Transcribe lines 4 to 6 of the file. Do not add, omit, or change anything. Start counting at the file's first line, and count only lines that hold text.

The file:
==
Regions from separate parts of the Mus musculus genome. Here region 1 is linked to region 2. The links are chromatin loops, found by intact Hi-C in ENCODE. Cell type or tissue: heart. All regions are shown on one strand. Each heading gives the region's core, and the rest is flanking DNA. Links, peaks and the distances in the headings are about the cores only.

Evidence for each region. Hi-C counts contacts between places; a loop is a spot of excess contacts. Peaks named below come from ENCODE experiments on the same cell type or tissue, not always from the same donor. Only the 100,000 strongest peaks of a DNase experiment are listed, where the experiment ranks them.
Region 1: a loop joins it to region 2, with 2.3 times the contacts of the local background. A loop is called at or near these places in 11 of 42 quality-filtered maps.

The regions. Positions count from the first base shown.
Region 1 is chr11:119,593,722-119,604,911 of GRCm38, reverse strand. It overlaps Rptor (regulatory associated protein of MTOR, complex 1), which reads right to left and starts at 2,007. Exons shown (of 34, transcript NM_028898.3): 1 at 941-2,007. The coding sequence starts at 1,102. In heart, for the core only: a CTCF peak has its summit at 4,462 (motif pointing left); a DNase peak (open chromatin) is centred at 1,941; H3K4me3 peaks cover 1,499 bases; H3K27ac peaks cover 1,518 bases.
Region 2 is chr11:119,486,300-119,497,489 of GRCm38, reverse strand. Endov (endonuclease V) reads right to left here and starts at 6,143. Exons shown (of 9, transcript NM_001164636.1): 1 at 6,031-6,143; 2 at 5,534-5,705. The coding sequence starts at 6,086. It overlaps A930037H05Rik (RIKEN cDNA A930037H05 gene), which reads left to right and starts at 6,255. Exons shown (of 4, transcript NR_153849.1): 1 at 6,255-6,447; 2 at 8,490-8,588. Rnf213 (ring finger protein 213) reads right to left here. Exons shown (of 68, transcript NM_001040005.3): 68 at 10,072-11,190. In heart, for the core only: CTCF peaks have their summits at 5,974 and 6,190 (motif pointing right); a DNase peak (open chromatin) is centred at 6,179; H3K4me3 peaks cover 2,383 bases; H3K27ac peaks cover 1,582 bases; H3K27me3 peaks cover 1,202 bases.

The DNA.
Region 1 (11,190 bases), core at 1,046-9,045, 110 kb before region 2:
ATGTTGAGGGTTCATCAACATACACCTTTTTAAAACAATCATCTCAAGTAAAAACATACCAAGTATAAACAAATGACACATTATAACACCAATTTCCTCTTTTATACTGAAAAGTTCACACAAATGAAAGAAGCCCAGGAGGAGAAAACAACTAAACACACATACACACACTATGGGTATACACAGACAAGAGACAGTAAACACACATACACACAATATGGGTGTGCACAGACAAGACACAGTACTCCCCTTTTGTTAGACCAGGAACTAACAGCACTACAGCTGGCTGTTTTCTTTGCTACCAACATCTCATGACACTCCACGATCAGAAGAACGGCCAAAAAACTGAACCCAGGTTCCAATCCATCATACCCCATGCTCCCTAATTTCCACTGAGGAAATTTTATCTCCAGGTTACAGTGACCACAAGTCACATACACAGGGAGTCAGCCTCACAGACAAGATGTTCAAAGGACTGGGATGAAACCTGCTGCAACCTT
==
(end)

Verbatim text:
The regions. Positions count from the first base shown.
Region 1 is chr11:119,593,722-119,604,911 of GRCm38, reverse strand. It overlaps Rptor (regulatory associated protein of MTOR, complex 1), which reads right to left and starts at 2,007. Exons shown (of 34, transcript NM_028898.3): 1 at 941-2,007. The coding sequence starts at 1,102. In heart, for the core only: a CTCF peak has its summit at 4,462 (motif pointing left); a DNase peak (open chromatin) is centred at 1,941; H3K4me3 peaks cover 1,499 bases; H3K27ac peaks cover 1,518 bases.
Region 2 is chr11:119,486,300-119,497,489 of GRCm38, reverse strand. Endov (endonuclease V) reads right to left here and starts at 6,143. Exons shown (of 9, transcript NM_001164636.1): 1 at 6,031-6,143; 2 at 5,534-5,705. The coding sequence starts at 6,086. It overlaps A930037H05Rik (RIKEN cDNA A930037H05 gene), which reads left to right and starts at 6,255. Exons shown (of 4, transcript NR_153849.1): 1 at 6,255-6,447; 2 at 8,490-8,588. Rnf213 (ring finger protein 213) reads right to left here. Exons shown (of 68, transcript NM_001040005.3): 68 at 10,072-11,190. In heart, for the core only: CTCF peaks have their summits at 5,974 and 6,190 (motif pointing right); a DNase peak (open chromatin) is centred at 6,179; H3K4me3 peaks cover 2,383 bases; H3K27ac peaks cover 1,582 bases; H3K27me3 peaks cover 1,202 bases.